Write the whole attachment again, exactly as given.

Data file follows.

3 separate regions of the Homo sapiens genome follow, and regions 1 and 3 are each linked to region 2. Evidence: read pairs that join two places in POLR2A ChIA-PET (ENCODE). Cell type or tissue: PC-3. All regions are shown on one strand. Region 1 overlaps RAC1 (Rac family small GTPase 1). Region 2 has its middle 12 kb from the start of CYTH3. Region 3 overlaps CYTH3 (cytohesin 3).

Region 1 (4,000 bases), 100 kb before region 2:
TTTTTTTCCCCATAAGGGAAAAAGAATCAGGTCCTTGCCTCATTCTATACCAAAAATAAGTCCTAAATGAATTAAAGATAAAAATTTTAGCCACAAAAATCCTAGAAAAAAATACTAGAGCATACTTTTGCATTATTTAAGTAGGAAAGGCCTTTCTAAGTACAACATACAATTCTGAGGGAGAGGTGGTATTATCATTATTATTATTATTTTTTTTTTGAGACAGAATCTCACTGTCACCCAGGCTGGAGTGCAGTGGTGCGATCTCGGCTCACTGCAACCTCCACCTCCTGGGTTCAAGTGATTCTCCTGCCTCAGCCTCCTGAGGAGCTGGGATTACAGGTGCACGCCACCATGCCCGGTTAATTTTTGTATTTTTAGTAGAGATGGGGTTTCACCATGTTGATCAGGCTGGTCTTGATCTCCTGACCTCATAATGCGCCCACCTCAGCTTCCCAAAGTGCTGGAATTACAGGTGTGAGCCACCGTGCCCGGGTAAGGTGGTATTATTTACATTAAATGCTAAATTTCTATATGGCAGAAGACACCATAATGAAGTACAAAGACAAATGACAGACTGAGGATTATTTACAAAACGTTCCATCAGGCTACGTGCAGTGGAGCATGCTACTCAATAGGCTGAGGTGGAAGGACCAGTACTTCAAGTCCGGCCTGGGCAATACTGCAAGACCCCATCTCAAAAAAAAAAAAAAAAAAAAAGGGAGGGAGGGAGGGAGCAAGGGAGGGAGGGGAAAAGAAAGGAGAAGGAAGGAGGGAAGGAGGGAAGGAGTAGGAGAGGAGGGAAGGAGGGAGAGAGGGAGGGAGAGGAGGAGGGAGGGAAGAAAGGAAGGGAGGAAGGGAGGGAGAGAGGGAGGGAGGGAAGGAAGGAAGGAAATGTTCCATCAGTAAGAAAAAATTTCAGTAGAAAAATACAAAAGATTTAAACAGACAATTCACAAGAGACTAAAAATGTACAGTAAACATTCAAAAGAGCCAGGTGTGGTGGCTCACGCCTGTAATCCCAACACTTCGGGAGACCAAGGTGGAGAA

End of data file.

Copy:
3 separate regions of the Homo sapiens genome follow, and regions 1 and 3 are each linked to region 2. Evidence: read pairs that join two places in POLR2A ChIA-PET (ENCODE). Cell type or tissue: PC-3. All regions are shown on one strand. Region 1 overlaps RAC1 (Rac family small GTPase 1). Region 2 has its middle 12 kb from the start of CYTH3. Region 3 overlaps CYTH3 (cytohesin 3).

Region 1 (4,000 bases), 100 kb before region 2:
TTTTTTTCCCCATAAGGGAAAAAGAATCAGGTCCTTGCCTCATTCTATACCAAAAATAAGTCCTAAATGAATTAAAGATAAAAATTTTAGCCACAAAAATCCTAGAAAAAAATACTAGAGCATACTTTTGCATTATTTAAGTAGGAAAGGCCTTTCTAAGTACAACATACAATTCTGAGGGAGAGGTGGTATTATCATTATTATTATTATTTTTTTTTTGAGACAGAATCTCACTGTCACCCAGGCTGGAGTGCAGTGGTGCGATCTCGGCTCACTGCAACCTCCACCTCCTGGGTTCAAGTGATTCTCCTGCCTCAGCCTCCTGAGGAGCTGGGATTACAGGTGCACGCCACCATGCCCGGTTAATTTTTGTATTTTTAGTAGAGATGGGGTTTCACCATGTTGATCAGGCTGGTCTTGATCTCCTGACCTCATAATGCGCCCACCTCAGCTTCCCAAAGTGCTGGAATTACAGGTGTGAGCCACCGTGCCCGGGTAAGGTGGTATTATTTACATTAAATGCTAAATTTCTATATGGCAGAAGACACCATAATGAAGTACAAAGACAAATGACAGACTGAGGATTATTTACAAAACGTTCCATCAGGCTACGTGCAGTGGAGCATGCTACTCAATAGGCTGAGGTGGAAGGACCAGTACTTCAAGTCCGGCCTGGGCAATACTGCAAGACCCCATCTCAAAAAAAAAAAAAAAAAAAAAGGGAGGGAGGGAGGGAGCAAGGGAGGGAGGGGAAAAGAAAGGAGAAGGAAGGAGGGAAGGAGGGAAGGAGTAGGAGAGGAGGGAAGGAGGGAGAGAGGGAGGGAGAGGAGGAGGGAGGGAAGAAAGGAAGGGAGGAAGGGAGGGAGAGAGGGAGGGAGGGAAGGAAGGAAGGAAATGTTCCATCAGTAAGAAAAAATTTCAGTAGAAAAATACAAAAGATTTAAACAGACAATTCACAAGAGACTAAAAATGTACAGTAAACATTCAAAAGAGCCAGGTGTGGTGGCTCACGCCTGTAATCCCAACACTTCGGGAGACCAAGGTGGAGAA